The German Shorthaired dog is an exceptional and precious canine for many animal owners. This pet is hyperactive, intelligent, faithful, loving, kind, funny, overprotective, and athletic.
It is an animal that likes to spend its time running, jumping, and playing in the park with its owners. In addition, it is an incredible dog that exhibits excellent hunting skills.
Another of the German Shorthaired’s most striking characteristics is that it does not separate for a second from its owner. That is because they are very fond of them. However, how clingy can these canines be with their owners? It is one of the questions that people ask the most before acquiring a dog of this type.
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Why is My German Shorthaired Dog So Clingy?
Normally, the nature of this animal is very affectionate and loving when it comes to its owner. It can even become very clingy with other family members, close friends, or strangers.
This canine loves people and will want to be with the family at all times, almost to the point of being clingy. They will often follow your every move around the house and need to know where all family members are at all times.
Can My German Shorthaired Dog Suffer from Separation Anxiety?
Like other breeds of dogs such as the Weimaraner or the Vizsla, a German Shorthaired is an animal that can suffer from separation anxiety when its humans leave the house.
Canines with separation anxiety are usually extremely social and affectionate dogs that need attention.
When dogs of this breed are left alone or separated from their human families, they can become uncomfortable and act based on strange and erroneous behaviors, such as urinating and defecating inside your home, and are even capable of destroying furniture and barking excessively.
In addition to being an energetic, anxious, and highly trainable pet, it is also intelligent, friendly, and enthusiastic. However, it can develop separation anxiety if left alone for long periods.
Is It Good or Bad That My German Shorthaired Dog is Clingy?
Really, the fact that your German Shorthaired is clingy can be both good and bad.
That is because, on the one hand, your pet shows that it has affection for you and wants to be with you all the time at all hours playing and running.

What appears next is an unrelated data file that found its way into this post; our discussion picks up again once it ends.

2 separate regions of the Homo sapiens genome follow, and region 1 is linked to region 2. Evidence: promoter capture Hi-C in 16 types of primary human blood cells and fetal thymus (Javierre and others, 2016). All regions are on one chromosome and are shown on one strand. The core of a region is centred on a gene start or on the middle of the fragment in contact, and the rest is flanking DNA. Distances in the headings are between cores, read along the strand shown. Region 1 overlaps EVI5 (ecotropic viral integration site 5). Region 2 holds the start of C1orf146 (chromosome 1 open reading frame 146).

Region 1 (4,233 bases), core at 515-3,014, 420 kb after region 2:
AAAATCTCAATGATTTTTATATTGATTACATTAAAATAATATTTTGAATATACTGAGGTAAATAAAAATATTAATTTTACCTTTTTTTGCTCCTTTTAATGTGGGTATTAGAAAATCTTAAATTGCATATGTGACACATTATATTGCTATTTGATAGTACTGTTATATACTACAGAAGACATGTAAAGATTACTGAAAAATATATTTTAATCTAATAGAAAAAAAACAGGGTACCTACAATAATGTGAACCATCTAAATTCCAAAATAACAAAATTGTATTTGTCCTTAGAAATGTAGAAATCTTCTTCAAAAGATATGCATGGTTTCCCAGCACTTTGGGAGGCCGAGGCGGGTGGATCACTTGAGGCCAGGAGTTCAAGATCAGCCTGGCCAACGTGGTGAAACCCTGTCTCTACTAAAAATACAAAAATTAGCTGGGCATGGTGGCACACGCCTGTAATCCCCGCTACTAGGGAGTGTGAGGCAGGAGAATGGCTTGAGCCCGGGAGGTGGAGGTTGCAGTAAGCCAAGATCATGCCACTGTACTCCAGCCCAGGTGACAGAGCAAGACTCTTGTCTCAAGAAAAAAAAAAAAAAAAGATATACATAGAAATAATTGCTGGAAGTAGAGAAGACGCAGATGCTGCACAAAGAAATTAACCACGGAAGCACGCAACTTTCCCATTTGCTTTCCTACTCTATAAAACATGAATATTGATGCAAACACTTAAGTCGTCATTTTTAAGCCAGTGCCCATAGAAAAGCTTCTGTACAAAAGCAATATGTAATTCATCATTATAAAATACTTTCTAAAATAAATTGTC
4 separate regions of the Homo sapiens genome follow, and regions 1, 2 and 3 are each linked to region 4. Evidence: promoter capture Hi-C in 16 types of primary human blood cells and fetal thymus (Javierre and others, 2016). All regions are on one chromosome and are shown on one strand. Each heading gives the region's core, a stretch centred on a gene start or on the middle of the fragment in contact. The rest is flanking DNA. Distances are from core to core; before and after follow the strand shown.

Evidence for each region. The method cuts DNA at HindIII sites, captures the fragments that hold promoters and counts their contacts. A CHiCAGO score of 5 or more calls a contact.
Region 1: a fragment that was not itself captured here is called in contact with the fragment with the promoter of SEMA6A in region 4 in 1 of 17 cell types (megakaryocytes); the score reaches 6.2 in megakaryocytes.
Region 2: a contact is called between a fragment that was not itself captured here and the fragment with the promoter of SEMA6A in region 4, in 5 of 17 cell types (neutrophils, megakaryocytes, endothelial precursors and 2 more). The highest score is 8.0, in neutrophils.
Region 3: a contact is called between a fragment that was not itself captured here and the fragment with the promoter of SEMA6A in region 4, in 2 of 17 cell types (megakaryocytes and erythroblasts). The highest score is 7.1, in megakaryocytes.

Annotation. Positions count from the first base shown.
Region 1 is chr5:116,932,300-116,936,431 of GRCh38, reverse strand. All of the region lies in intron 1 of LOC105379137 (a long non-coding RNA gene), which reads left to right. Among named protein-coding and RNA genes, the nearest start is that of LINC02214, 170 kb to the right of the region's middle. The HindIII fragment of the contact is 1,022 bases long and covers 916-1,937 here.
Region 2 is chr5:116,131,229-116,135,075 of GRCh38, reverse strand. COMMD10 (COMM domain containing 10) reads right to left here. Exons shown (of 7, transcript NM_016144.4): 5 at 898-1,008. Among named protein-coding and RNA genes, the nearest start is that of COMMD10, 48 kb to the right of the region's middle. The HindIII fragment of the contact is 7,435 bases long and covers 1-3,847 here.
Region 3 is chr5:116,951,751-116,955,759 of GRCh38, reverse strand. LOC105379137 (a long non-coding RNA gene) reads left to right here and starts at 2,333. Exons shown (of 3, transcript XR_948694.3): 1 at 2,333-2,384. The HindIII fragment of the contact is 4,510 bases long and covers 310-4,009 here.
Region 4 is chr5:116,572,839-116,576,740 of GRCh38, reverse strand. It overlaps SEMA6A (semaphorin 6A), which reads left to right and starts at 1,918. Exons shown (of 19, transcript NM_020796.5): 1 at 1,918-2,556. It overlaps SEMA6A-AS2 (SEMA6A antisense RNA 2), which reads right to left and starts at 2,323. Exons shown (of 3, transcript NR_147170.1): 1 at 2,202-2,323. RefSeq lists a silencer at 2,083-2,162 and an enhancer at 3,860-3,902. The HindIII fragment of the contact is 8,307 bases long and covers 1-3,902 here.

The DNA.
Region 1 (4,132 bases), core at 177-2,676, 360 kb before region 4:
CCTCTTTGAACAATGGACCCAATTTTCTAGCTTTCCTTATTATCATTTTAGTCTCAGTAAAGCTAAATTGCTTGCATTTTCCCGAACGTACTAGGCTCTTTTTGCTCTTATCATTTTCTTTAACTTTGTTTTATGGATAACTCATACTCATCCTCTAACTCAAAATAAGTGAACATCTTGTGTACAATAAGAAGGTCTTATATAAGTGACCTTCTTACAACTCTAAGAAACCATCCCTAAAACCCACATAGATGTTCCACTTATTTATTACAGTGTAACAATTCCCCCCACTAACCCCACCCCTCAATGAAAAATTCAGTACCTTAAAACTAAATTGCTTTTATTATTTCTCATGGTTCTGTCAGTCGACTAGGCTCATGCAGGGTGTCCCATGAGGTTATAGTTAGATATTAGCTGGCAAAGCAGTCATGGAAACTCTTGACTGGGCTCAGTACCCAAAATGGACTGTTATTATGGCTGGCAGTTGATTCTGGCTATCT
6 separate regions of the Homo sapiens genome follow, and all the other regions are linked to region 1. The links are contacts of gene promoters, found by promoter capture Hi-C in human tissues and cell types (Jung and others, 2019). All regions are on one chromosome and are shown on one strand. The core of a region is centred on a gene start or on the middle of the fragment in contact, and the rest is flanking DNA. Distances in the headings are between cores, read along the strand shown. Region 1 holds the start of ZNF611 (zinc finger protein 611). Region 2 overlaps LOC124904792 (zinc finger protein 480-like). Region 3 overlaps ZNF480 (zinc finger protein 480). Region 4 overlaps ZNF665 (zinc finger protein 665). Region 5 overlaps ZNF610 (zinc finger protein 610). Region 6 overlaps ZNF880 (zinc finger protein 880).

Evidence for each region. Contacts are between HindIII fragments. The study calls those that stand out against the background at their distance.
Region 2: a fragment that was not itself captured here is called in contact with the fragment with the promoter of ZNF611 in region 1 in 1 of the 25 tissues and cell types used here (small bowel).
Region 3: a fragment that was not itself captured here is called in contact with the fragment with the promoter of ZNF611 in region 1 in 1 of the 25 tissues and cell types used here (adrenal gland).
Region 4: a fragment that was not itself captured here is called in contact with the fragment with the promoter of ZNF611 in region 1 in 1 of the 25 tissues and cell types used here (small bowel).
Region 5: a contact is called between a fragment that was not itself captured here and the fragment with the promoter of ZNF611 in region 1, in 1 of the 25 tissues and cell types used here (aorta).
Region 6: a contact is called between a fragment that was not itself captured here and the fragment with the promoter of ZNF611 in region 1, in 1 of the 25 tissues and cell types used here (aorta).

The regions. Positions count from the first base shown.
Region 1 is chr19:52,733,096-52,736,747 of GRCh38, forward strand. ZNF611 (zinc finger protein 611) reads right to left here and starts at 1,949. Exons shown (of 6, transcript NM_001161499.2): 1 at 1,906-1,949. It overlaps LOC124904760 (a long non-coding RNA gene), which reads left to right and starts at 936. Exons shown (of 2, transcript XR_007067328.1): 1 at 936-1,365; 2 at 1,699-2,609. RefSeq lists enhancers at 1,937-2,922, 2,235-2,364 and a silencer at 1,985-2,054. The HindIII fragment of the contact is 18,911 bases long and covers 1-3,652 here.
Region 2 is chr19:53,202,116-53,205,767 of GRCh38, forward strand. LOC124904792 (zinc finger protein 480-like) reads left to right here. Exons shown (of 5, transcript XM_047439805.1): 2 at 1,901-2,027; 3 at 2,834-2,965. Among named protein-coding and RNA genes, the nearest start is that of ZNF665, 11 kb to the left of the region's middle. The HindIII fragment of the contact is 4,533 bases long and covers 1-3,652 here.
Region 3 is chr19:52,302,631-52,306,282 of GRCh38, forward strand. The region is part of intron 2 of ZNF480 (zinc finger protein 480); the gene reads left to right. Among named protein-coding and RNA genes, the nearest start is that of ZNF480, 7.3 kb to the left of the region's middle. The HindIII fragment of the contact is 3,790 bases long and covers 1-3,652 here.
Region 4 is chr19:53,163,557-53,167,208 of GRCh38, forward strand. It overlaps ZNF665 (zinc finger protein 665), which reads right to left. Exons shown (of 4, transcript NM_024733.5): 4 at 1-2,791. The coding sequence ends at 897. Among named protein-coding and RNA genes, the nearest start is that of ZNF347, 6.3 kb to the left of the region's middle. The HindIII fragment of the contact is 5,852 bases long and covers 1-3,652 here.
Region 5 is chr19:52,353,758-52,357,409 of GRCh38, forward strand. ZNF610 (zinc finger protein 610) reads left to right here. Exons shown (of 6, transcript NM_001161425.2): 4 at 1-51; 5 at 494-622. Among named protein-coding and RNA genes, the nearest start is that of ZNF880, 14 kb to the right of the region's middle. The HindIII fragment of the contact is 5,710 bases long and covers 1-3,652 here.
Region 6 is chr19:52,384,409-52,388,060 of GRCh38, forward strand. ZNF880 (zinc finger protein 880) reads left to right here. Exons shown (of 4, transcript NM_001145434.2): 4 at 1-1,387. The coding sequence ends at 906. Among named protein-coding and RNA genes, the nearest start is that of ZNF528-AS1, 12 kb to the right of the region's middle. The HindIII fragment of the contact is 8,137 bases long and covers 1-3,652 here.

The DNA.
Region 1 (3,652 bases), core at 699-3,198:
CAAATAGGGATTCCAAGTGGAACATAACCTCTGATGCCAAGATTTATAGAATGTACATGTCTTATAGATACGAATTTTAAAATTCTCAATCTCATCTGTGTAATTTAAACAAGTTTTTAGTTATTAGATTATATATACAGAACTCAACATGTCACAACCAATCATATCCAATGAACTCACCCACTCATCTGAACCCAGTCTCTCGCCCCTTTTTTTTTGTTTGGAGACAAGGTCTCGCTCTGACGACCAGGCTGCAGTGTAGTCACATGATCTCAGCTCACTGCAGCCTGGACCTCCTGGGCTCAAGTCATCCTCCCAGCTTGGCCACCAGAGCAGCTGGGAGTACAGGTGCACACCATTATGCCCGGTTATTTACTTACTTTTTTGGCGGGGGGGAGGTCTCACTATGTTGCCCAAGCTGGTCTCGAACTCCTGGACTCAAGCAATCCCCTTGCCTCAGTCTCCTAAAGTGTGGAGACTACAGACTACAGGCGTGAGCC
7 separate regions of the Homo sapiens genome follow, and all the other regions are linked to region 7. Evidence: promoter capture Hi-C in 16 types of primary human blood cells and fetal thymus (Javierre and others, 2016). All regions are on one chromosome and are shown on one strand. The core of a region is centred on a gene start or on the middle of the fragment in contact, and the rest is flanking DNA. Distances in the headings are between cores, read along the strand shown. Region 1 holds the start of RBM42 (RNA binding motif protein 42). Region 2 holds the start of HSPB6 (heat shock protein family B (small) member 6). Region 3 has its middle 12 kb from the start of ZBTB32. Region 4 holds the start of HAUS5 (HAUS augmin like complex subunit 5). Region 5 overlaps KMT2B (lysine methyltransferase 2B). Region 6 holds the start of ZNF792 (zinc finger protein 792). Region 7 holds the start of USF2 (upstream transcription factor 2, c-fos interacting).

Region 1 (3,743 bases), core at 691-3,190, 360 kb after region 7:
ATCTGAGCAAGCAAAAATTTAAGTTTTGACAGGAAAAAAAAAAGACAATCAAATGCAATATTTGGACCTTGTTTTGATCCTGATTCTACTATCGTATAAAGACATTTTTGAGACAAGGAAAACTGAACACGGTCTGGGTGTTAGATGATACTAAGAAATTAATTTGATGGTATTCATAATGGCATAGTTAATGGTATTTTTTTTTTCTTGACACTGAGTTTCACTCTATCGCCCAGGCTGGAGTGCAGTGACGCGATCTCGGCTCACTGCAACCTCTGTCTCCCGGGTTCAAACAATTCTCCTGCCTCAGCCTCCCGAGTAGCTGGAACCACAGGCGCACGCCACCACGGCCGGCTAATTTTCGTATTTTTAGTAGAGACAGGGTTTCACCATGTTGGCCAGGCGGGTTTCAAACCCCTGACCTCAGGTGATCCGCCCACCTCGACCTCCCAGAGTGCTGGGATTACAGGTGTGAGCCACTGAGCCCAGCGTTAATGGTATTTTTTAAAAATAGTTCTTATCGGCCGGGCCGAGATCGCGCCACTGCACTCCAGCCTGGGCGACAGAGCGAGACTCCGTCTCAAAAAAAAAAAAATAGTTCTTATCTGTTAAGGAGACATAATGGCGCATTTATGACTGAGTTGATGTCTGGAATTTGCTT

But on the other hand, it can be negative since you need your own privacy or even need to carry out activities at home or work at some point of the day. Therefore, as long as you have your canine around you trying to get your attention, you will not be able to do your tasks quietly.
The latter is not at all exaggerated, since on many occasions, these dogs follow you to the bathroom and want to enter with you or wait for you outside the door until you leave.
Why Can German Shorthaired Dogs Become Clingy?
There are certain reasons why a German Shorthaired can become clingy:
Our Own behavior
If we stop every time we see our dog pamper it, praise it or give it a treat, it will always try to get closer to us because it associates it with happy experiences.
Letting your dog sleep in your bed can create a dependency (on the part of the German Shorthaired) to be close to you at all times, even at bedtime. That is not a bad thing, as it is ultimately a personal preference.
Of course, if this doesn’t matter to you, that’s your decision. However, it is essential to understand that many times we encourage our dogs to be clingy without them noticing.
Moving to a New Home or Neighbourhood
Moving can be stressful for dogs, just as it is for us. If your canine seems very clingy after a move, you can help it relax by following a predictable routine so it can get used to it over time.
Vision and Hearing Loss or Changes
Changes related to aging, such as hearing or vision loss, can be stressful and scary for dogs, so they may choose to stay by your side for comfort. In this way, they develop an even stronger feeling of closeness for their humans than they had before.
Boredom or Lack of Mental Stimulation
These canines can get bored if they are not given enough physical and mental exercise. Remember that the German Shorthaired is an animal that needs to spend its energy daily, and if you do not allow it, it will be with you at all times. As they are looking for something to do, they jump up and follow you everywhere.
Dependence on Its Owners
Many working, herding, and hunting dogs have been bred to work side by side with their owners. They rely on their owners’ body language and instructions to guide them.
In these cases, the German Shorthaired, being a hunting dog, depends on its owner or instructor to carry out its functions as a hunter.